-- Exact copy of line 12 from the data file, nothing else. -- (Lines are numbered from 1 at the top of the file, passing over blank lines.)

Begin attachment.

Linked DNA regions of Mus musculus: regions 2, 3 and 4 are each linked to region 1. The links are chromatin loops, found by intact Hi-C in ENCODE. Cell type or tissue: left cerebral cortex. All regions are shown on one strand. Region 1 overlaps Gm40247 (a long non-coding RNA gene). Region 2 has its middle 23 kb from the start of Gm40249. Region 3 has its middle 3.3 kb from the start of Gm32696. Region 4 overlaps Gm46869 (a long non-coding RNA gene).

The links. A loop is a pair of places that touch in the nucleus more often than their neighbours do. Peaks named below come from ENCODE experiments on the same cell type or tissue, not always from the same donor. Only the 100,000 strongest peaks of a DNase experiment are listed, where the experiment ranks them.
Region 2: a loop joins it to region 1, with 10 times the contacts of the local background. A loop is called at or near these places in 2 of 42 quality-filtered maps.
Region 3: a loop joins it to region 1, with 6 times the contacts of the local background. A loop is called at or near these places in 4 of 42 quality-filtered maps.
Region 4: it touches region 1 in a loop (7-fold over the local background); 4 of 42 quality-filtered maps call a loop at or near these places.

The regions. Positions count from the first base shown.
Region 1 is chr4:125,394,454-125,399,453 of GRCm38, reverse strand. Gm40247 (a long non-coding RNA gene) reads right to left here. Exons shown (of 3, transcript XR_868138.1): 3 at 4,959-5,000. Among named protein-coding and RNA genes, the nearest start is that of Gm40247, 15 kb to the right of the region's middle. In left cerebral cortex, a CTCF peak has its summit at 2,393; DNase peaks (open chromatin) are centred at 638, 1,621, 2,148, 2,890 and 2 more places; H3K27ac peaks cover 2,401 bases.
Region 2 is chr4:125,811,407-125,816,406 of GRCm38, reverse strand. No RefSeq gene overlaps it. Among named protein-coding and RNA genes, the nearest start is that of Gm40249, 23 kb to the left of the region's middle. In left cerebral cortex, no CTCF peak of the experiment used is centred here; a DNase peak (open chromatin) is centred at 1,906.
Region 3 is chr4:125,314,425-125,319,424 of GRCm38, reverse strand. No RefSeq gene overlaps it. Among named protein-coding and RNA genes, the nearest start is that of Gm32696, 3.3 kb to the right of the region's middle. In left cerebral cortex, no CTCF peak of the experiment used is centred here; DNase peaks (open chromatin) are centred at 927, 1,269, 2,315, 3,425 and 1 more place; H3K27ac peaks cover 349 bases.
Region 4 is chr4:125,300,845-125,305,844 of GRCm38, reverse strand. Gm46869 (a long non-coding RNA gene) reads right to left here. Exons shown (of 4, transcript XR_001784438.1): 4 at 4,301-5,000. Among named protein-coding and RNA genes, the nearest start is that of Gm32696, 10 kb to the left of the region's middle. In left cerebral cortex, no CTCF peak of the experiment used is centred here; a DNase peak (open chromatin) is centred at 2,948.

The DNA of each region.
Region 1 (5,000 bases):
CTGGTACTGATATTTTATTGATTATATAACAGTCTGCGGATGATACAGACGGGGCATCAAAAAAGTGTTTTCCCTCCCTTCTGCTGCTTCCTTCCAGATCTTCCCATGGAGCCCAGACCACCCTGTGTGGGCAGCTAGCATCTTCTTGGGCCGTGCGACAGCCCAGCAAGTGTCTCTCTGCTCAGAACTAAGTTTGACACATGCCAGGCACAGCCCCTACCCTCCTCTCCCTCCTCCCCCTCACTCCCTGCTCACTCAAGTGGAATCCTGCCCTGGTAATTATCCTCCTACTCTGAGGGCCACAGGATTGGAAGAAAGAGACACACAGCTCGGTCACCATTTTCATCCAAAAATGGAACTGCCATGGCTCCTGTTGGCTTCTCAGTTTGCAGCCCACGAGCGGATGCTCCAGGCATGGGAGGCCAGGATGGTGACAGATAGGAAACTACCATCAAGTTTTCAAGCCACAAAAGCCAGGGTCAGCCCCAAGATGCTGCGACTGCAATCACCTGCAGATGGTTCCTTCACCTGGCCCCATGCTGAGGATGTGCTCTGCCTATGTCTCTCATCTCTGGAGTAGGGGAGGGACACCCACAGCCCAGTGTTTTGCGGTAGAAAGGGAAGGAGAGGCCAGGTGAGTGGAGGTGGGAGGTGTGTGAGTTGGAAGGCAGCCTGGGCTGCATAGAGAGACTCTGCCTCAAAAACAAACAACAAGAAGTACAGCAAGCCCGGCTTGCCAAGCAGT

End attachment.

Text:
Region 1 (5,000 bases):